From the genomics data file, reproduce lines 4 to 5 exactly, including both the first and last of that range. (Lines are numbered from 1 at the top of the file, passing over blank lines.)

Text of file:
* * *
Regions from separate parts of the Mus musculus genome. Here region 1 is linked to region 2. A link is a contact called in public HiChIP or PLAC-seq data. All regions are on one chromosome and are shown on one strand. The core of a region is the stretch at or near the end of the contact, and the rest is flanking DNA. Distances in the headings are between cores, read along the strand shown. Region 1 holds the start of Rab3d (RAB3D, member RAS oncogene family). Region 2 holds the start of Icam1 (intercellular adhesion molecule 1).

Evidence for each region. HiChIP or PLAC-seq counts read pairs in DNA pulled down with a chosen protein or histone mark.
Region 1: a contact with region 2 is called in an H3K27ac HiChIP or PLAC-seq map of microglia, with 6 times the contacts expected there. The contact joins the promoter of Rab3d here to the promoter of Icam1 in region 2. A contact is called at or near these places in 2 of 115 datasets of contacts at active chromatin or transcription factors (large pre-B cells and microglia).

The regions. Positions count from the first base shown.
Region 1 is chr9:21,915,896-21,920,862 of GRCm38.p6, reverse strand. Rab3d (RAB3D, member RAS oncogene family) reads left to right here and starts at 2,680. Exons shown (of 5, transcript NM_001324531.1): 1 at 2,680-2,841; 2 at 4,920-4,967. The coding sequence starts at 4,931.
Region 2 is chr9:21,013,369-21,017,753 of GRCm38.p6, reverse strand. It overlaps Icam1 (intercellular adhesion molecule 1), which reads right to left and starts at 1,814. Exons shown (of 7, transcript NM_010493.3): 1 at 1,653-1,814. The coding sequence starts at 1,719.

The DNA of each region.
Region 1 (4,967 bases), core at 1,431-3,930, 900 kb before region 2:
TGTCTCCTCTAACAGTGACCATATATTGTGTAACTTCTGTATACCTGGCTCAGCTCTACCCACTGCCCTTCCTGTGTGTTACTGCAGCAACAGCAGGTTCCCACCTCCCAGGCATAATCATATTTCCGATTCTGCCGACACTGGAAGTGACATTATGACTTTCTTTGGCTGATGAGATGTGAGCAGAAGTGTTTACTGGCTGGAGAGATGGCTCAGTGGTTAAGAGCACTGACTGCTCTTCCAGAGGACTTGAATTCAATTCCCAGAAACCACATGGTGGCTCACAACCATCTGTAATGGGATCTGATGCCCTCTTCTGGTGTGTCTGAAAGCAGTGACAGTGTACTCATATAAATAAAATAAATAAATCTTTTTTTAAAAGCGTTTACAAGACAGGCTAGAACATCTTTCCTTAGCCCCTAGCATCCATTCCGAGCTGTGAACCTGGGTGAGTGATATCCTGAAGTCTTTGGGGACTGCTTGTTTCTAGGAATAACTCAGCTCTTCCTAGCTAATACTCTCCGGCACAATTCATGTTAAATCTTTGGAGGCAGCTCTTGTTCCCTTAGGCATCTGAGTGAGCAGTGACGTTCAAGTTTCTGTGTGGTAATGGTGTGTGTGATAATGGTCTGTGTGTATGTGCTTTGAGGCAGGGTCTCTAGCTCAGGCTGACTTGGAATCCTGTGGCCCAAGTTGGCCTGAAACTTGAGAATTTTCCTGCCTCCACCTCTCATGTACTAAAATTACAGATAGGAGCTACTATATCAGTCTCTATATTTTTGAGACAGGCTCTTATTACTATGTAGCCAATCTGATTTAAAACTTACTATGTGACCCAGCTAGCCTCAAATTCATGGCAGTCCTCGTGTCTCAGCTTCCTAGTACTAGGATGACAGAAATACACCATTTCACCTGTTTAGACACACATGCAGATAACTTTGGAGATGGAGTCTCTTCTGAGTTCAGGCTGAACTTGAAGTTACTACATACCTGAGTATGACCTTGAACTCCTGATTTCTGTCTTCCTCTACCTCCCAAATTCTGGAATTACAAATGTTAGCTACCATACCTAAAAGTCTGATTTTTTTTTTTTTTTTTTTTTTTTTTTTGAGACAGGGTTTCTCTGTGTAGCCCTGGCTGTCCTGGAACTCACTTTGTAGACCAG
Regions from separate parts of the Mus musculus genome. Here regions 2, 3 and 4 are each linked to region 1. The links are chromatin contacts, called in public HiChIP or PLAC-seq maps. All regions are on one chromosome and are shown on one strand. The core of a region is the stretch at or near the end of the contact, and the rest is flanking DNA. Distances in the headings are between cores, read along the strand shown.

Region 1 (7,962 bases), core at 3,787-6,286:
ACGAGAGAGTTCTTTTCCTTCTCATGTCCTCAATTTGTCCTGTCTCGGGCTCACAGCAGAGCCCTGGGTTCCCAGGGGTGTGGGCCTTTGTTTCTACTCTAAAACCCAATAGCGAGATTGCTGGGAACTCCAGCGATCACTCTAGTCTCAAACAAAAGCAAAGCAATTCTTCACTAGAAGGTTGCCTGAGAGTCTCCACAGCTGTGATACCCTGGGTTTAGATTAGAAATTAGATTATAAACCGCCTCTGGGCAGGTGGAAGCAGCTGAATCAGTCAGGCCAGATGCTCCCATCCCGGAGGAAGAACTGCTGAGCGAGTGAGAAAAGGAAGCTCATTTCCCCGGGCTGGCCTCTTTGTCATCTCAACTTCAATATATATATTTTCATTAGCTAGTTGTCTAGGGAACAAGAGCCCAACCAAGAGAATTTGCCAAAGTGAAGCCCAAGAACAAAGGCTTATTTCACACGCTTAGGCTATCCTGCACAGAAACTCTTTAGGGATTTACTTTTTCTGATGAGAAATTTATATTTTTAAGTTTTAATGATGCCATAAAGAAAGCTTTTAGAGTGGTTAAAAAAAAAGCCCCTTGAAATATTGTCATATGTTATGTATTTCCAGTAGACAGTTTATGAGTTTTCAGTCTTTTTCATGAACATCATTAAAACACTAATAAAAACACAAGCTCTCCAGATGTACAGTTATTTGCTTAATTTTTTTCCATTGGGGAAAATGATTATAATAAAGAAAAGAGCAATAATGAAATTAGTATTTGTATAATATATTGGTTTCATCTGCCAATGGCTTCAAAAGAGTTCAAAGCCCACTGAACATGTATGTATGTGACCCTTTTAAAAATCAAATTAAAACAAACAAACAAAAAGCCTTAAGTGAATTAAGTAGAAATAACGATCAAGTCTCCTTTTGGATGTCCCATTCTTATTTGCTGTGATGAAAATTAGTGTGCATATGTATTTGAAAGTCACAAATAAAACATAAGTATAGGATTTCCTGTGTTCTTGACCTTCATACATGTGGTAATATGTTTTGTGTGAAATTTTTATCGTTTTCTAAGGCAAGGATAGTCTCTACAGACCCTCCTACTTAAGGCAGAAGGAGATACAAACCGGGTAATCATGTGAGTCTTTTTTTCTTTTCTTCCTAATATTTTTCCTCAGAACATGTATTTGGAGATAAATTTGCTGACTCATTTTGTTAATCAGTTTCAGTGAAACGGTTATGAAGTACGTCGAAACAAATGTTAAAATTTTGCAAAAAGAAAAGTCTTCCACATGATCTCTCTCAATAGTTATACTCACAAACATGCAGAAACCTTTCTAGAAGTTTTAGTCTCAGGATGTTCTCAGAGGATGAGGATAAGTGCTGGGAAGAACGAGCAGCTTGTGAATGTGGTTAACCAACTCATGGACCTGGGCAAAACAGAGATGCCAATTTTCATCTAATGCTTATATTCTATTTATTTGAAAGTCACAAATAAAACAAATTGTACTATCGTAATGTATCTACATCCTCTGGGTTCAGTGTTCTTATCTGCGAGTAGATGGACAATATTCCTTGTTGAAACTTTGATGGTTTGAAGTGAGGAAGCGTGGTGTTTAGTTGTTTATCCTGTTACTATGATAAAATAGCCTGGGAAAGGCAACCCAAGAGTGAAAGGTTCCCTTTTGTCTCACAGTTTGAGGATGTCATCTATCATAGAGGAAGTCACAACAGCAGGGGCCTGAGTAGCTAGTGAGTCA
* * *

The regions. Positions count from the first base shown.
Region 1 is chr9:21,915,896-21,920,862 of GRCm38.p6, reverse strand. Rab3d (RAB3D, member RAS oncogene family) reads left to right here and starts at 2,680. Exons shown (of 5, transcript NM_001324531.1): 1 at 2,680-2,841; 2 at 4,920-4,967. The coding sequence starts at 4,931.